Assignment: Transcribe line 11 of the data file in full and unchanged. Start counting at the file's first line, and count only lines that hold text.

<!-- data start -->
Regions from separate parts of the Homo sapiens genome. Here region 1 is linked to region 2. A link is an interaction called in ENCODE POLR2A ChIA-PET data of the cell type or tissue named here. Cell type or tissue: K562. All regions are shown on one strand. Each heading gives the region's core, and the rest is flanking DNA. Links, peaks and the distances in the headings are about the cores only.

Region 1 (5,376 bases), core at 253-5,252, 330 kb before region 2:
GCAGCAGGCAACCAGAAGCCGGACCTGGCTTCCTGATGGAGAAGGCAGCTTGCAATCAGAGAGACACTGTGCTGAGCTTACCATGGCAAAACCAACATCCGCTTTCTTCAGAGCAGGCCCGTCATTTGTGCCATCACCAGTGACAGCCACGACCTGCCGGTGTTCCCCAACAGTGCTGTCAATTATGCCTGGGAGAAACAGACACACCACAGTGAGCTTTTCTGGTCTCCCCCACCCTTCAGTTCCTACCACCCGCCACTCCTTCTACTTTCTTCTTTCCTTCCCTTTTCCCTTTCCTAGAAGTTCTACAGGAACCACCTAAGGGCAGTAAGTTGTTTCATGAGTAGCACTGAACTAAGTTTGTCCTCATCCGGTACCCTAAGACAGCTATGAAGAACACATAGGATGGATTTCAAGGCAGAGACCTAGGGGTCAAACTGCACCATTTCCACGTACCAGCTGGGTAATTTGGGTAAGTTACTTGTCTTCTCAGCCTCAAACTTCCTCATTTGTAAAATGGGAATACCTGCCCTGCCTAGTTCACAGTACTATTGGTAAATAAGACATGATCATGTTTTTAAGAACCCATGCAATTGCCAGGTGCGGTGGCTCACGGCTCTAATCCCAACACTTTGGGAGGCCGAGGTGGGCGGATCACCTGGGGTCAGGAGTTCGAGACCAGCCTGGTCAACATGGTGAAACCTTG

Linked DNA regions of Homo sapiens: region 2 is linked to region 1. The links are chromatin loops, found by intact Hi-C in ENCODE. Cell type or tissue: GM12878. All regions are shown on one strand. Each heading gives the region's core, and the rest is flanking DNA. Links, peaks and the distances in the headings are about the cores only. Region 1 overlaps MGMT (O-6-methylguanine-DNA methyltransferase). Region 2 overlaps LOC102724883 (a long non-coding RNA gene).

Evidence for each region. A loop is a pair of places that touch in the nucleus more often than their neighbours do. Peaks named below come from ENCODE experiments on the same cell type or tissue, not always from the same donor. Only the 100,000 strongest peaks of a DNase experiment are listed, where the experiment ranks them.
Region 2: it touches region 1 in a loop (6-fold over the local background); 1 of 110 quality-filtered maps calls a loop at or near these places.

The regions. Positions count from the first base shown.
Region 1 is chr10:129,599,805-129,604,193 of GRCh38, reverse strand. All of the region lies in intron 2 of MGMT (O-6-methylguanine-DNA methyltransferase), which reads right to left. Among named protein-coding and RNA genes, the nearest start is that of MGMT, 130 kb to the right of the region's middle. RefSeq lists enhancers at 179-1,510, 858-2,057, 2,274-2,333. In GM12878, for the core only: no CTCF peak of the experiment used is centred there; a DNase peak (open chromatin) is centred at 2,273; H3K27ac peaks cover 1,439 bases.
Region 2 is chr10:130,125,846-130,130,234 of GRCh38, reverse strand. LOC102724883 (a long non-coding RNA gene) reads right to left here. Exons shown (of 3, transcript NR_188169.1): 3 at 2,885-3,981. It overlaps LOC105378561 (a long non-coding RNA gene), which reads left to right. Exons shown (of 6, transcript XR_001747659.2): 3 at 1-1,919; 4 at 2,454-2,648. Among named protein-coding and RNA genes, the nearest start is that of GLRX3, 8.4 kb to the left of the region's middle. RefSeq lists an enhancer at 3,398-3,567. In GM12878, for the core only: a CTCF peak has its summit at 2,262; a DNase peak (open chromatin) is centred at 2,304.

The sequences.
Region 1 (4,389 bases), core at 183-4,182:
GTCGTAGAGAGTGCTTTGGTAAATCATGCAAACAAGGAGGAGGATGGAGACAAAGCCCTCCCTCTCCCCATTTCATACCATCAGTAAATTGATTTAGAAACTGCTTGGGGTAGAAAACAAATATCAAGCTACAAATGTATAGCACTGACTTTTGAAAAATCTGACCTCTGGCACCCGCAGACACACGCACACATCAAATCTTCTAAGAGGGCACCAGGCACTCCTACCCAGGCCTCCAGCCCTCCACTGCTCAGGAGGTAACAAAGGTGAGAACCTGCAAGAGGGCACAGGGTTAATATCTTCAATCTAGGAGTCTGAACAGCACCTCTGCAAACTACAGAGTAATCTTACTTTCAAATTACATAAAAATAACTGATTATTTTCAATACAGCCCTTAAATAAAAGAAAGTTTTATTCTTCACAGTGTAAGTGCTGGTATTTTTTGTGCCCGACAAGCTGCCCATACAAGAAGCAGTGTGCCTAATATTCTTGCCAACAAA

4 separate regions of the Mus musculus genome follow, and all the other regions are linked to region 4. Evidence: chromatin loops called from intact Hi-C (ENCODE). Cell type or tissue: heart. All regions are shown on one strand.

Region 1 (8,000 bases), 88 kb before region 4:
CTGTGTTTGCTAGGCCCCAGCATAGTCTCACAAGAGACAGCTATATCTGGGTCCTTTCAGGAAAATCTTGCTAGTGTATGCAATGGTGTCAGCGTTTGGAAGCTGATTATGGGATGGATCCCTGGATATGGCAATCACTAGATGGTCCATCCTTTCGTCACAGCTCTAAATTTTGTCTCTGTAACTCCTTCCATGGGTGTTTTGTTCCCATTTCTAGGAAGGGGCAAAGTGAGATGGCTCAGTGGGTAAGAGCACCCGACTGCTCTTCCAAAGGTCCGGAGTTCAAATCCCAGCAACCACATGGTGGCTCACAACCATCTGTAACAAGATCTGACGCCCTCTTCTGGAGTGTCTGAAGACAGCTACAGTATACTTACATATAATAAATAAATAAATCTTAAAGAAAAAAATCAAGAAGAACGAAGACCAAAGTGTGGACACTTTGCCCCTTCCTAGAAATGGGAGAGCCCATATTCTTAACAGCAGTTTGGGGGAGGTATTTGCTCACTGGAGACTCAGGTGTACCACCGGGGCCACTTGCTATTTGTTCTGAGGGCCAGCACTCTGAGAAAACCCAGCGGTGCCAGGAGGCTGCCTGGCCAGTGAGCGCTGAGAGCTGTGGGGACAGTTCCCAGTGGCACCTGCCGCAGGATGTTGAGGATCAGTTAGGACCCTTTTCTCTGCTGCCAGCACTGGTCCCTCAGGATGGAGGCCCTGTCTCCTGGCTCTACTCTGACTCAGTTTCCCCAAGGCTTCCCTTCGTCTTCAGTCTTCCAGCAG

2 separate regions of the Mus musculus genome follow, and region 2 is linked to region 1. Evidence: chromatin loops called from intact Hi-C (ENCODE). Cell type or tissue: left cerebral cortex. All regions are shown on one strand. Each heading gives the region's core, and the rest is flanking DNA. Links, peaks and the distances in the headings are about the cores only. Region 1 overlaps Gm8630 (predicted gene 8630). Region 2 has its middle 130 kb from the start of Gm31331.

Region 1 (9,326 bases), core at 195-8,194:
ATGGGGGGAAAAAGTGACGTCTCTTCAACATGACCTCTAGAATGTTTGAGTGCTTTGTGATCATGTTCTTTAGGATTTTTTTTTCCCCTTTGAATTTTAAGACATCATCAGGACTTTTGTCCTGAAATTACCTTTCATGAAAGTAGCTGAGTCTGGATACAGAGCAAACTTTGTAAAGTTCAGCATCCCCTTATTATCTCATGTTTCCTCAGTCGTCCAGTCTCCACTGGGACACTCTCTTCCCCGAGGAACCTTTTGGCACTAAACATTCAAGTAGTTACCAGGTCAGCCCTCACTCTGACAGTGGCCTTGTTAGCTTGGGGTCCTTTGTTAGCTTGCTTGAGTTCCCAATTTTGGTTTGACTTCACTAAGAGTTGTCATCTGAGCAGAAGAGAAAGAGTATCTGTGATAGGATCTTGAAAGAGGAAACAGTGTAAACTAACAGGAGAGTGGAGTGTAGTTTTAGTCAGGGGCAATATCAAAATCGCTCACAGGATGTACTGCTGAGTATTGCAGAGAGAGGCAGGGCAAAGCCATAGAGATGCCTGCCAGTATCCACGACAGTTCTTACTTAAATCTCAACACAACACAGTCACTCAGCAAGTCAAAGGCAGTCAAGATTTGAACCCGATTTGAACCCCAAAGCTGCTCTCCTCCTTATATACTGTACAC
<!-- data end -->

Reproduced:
Region 1 (4,389 bases), core at 183-4,182: